Bright futures for once fearful horses

From being terrified of human touch to potentials for future rehoming, over 30 unhandled rescued horses have had their lives turned around thanks to the painstaking efforts of behaviour specialists at Redwings.

We've offered a home to 32 horses from a group of more than 130, who were removed in a multi-agency operation over several weeks from a site near the M25.

In all, we've taken in almost 180 horses and donkeys in 2020 - one of our highest totals in recent years - despite challenges and additional pressures on resources as a result of the Covid-19 pandemic.

The group’s owners were no longer able to cope with their care and signed over the horses into the ownership of a number of welfare charities and organisations who stepped forward to make sure every animal was given a safe, new home.

Many of the horses taken into our care were underweight and required veterinary help for worms and lameness. However, the biggest challenge was their behaviour – many had seemingly never been handled by humans before.

After a stay at our specialist quarantine facility in Norfolk where they received immediate veterinary attention, they were transported to our nearby Behaviour centre.

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Cent was very fearful when she first arrived at the Sanctuary.

Sarah Hallsworth, Equine Behaviour Manager, said: “All of them were very fearful when they first arrived and wouldn’t tolerate human touch. However, to provide even just basic care involves a number of interactions with a horse throughout a year, so it was really important that we worked on building their trust so they could feel comfortable in their new surroundings and we could care for them safely.”

The horses arrived at the centre in two groups and, in true Redwings style, were named after distinctive themes – famous artists (Picasso, Raphael and Banksy) and money or foreign currency (Florin, Stirling and Dime). Naming them in such a way makes it simple for Redwings’ vets and equine carers to follow the groups’ progress at the Sanctuary in the coming months and years.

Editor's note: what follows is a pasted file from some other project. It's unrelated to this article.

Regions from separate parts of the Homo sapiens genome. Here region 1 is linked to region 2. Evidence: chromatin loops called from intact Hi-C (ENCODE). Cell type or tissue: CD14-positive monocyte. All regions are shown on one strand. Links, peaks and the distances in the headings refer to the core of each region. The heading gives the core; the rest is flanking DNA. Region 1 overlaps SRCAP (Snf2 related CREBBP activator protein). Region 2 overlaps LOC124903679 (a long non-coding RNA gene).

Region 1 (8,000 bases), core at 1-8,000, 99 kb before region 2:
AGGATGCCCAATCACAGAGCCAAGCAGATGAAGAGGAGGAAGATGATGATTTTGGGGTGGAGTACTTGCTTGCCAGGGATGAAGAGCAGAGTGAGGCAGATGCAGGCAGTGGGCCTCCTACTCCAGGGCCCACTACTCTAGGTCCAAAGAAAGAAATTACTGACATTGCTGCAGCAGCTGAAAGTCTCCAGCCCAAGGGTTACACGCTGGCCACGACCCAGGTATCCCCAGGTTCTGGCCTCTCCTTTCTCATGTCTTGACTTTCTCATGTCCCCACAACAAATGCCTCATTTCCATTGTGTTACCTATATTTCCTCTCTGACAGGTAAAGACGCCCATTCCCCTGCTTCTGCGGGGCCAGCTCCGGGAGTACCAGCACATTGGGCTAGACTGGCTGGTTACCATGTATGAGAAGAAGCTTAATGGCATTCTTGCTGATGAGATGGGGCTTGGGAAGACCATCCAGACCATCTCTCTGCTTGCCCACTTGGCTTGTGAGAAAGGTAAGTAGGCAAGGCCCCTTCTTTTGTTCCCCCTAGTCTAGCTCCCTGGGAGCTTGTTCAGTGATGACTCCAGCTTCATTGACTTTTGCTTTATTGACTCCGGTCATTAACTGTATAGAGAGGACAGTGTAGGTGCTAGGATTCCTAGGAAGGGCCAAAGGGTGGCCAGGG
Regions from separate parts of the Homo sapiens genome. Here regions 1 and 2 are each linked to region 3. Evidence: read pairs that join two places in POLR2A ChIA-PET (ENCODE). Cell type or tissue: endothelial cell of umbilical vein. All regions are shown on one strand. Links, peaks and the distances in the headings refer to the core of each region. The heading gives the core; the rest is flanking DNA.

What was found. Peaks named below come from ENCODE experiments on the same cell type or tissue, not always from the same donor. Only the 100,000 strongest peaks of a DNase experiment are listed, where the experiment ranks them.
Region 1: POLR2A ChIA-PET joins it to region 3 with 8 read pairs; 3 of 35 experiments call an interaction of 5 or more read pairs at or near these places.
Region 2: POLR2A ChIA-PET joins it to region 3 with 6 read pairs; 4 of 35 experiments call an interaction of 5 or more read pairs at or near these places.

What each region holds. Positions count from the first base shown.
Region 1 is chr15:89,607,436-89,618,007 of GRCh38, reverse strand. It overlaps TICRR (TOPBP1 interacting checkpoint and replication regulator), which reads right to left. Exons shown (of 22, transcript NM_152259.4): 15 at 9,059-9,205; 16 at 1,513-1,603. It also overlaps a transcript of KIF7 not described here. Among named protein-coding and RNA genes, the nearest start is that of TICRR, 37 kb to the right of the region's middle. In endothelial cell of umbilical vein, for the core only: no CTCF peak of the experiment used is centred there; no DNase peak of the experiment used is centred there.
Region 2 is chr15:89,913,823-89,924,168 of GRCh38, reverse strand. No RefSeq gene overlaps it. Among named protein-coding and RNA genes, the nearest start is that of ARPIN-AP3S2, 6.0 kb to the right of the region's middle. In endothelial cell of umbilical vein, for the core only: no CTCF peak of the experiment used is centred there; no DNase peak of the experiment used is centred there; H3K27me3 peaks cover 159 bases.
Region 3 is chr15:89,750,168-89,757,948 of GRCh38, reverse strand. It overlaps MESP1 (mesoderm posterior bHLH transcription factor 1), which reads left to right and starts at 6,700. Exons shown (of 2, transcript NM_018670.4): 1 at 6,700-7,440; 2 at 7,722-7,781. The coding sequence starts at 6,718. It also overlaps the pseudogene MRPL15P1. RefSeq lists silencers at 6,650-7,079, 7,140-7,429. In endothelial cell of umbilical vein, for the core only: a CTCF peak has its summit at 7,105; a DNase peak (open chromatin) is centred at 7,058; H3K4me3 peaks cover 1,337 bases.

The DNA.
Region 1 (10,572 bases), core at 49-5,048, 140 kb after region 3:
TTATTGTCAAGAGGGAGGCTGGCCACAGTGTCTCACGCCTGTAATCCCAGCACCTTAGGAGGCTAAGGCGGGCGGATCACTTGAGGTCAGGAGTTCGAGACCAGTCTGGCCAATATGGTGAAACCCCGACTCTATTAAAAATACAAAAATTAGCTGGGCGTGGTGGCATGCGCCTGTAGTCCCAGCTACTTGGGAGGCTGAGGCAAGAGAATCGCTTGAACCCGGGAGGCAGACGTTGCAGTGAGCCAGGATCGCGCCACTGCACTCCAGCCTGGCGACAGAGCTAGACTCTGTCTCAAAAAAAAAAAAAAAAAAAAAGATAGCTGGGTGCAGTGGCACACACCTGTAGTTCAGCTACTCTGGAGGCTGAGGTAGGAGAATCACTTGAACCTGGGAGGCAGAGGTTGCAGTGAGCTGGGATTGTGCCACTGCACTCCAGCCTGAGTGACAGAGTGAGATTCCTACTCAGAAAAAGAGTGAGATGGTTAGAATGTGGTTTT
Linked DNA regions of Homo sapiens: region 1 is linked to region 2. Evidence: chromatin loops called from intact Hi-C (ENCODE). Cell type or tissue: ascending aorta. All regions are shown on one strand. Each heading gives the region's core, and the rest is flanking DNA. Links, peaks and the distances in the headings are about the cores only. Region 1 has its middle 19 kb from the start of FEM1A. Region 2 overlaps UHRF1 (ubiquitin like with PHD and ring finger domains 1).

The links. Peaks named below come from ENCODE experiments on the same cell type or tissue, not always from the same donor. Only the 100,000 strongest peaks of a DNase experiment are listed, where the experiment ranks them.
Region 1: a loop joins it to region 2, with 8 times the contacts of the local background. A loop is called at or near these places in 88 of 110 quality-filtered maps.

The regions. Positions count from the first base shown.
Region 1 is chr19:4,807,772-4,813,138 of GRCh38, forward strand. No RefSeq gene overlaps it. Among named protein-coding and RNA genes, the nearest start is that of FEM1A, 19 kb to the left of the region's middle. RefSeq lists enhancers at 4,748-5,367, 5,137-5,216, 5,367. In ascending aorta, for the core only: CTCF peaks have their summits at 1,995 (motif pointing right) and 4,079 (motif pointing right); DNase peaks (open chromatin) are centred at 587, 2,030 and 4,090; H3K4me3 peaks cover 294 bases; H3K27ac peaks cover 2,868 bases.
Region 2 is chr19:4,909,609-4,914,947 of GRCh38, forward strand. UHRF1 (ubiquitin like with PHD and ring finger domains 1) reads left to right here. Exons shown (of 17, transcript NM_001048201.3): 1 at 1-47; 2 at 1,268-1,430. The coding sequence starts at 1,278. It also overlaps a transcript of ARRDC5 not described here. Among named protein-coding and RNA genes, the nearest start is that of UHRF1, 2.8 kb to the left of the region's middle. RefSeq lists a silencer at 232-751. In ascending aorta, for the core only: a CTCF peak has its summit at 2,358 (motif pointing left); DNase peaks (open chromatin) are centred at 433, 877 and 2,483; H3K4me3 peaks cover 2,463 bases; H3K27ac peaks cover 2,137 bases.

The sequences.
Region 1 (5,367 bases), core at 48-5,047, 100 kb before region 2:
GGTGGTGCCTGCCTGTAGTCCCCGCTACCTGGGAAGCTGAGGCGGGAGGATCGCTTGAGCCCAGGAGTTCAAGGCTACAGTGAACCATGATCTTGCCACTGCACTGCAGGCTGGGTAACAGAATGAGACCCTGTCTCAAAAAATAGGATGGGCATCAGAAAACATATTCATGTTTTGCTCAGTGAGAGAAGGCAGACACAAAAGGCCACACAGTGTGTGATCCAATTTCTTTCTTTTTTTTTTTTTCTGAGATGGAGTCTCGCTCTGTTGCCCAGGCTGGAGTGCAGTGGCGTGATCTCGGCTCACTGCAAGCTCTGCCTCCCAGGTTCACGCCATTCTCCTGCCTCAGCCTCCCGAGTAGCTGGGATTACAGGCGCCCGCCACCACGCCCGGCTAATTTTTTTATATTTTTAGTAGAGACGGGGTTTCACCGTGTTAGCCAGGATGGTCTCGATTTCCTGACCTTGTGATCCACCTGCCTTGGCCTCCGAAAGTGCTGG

Through clicker training, positive reinforcement and a lot of patience, many of the horses are now happy to be approached in their fields, wear headcollars and be led, and are about to embark on leg handling training – essential for veterinary interventions, such as routine vaccinations, and farrier visits.

It is hoped that some may end up becoming suitable candidates for our rehoming programme in the future. Even those with existing health issues, who will likely spend the rest of their lives at the Sanctuary, have come on in leaps and bounds.

Sarah said: “There are some, like Silver, who were quite terrified to begin with but have transformed immeasurably. Since starting her training, Silver now really enjoys human attention, which is exactly what we want for all of them. While she will remain a permanent resident at the Sanctuary, it’s very rewarding to know that she will spend the rest of her life free of fear and enjoy all the fuss and love we desperately want to give her and her friends.”

However, their progress has not been without complication! Many of the rescued mares were in foal when they entered the Sanctuary and over the course of this year seven foals have been born, providing an extra challenge for the Behaviour team.

Sarah added: “While our training schedule suddenly got that much busier, foals present a really lovely challenge. Because they have not experienced what their mothers have gone through, they do not have the same fears and we have an opportunity to start their handling at a very young age so we can give them the best chance possible of finding loving new Guardian homes outside the Sanctuary in the future.

“Many, like Lira, are really enjoying their training sessions and are already wearing little headcollars but, just like their mothers, some are more wary than others and are only at the stage of wanting to eat from our hands, like Rupee. We treat every horse at Redwings as an individual and will only progress their training at their own pace. Whether they go on to find new homes or end up better suiting a life here at the Sanctuary, we’ll make sure they remain safe and happy for the rest of their days.”

The work of our Behaviour team is 100% funded by donations from the public.

To support the ongoing care of unhandled horses at the Sanctuary, please click here.